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Johnson v. VT Halter Marine, Inc.

United States District Court, S.D. Mississippi, Southern Division

September 24, 2019




         BEFORE THE COURT is the Motion [88] for Summary Judgment filed by Defendants VT Halter Marine, Inc., David Newell, Russell Woodward, Cecil Maxwell, and Zachary Anderson.[1] After due consideration of the record, Defendants’ Motion, and relevant legal authority, the Court is of the opinion that Defendants are entitled to judgment as a matter of law, and their Motion [88] should be granted.


         A. Factual background

         1. Johnson’s employment at VT Halter Marine, Inc.

         Defendant VT Halter Marine, Inc. (“VTHM”) engages in the design and construction of commercial and military vessels, and at the times relevant to this lawsuit, it operated three shipyards in Pascagoula and Moss Point, Mississippi. Decl. of Stephenie Murray [88-4] at ¶ 1.[2] These shipyards were known, respectively, as the Halter Moss Point shipyard, the Moss Point Marine shipyard, and the Halter Pascagoula shipyard. Id.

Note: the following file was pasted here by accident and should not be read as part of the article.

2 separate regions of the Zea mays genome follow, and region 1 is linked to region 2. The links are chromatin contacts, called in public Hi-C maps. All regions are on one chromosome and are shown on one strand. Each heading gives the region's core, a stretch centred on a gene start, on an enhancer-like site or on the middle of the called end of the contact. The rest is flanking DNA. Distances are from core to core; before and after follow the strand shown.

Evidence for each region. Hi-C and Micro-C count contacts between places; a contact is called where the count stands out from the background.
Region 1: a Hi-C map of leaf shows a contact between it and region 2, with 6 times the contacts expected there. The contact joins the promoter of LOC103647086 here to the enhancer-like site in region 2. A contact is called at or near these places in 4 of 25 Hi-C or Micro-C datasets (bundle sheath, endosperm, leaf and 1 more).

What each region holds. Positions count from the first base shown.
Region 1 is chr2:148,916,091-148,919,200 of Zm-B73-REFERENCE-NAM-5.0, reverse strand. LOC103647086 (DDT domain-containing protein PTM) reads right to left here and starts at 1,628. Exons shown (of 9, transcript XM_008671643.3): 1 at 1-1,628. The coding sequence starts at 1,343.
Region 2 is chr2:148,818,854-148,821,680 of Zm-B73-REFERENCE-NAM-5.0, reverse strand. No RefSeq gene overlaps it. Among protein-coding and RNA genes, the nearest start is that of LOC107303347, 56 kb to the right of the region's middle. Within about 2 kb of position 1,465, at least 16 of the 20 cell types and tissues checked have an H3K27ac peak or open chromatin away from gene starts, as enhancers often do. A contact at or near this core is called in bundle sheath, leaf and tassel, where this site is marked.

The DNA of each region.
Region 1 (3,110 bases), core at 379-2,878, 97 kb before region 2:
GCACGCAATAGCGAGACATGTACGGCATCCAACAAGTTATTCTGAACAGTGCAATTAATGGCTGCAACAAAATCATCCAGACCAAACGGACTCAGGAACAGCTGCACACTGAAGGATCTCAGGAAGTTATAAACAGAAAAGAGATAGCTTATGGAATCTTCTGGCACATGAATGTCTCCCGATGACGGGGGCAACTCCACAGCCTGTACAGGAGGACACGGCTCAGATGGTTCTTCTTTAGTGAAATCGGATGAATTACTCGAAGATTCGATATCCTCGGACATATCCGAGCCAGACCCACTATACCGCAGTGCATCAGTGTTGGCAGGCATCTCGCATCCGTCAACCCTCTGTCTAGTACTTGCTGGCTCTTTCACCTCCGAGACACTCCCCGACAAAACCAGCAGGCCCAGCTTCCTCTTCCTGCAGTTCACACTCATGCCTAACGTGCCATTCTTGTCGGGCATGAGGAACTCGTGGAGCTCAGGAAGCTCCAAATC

From April 2010 to November 2012, Plaintiff Antonio Johnson (“Johnson” or “Plaintiff”) worked at the Halter Pascagoula shipyard as a contract worker through a contract labor company called AmeriForce. Id. at ¶ 4. Johnson was a “Helper” and later became a “Tool Room Attendant” through AmeriForce. Id. In November 2012, Johnson was hired as a VTHM employee and assigned as a Tool Room Attendant at the Halter Pascagoula shipyard. Id. On September 1, 2014, Johnson was reassigned to the Moss Point Marine shipyard, and in mid-February 2015, he was moved back to the Halter Pascagoula shipyard as a Tool Room Repairer/Tool Room Attendant. Id.